"In the Adirondack region, snowshoe hares are not commonly seen during most of the year because of their secretive nature and affinity tor dense forest cover. However, in spring they can be observed in grassy forest openings. The mean duration of individual hare observations for mornings and evenings was 13 minutes. Ninety percent of the time was spent by hares sitting and feeding. Hares in openings stayed on the average of 2 m away from the forest edge. Snowshoe hares apparently venture into sunlit openings to feed on the dense spring growth of annual plants. Stem densities of grasses and annual plants in openings were 3.2 to 17.2 times as great as stem densities in adjacent forest during May. The high level of hare activity in openings in mid-May coincides with mean parturition and conception dates for the first and second litters respectively. "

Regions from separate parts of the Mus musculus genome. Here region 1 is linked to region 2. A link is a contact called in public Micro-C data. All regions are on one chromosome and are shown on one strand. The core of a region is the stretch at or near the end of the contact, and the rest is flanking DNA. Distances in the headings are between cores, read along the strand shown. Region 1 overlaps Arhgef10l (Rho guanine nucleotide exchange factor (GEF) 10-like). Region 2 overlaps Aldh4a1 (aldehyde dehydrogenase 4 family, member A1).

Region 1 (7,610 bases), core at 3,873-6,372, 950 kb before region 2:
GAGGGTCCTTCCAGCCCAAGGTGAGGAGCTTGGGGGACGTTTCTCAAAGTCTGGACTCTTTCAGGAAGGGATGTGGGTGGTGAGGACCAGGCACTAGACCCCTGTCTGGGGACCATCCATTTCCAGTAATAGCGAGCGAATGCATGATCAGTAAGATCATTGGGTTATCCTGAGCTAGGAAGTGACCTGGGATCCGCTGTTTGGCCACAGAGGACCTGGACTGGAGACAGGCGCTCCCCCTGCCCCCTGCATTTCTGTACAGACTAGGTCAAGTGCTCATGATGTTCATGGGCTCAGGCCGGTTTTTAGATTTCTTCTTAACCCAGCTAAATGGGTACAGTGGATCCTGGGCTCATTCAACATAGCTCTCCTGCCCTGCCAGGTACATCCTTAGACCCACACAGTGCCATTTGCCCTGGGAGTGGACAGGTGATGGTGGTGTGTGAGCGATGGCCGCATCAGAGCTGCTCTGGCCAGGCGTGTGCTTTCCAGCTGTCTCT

Brocke, Rainer H., "Observing Snowshoe Hares in Adirondack Forest Openings and Management Implications" (1980). Adirondack Wildlife Research Project Reports Funded by the Pittman-Robertson Act. 16.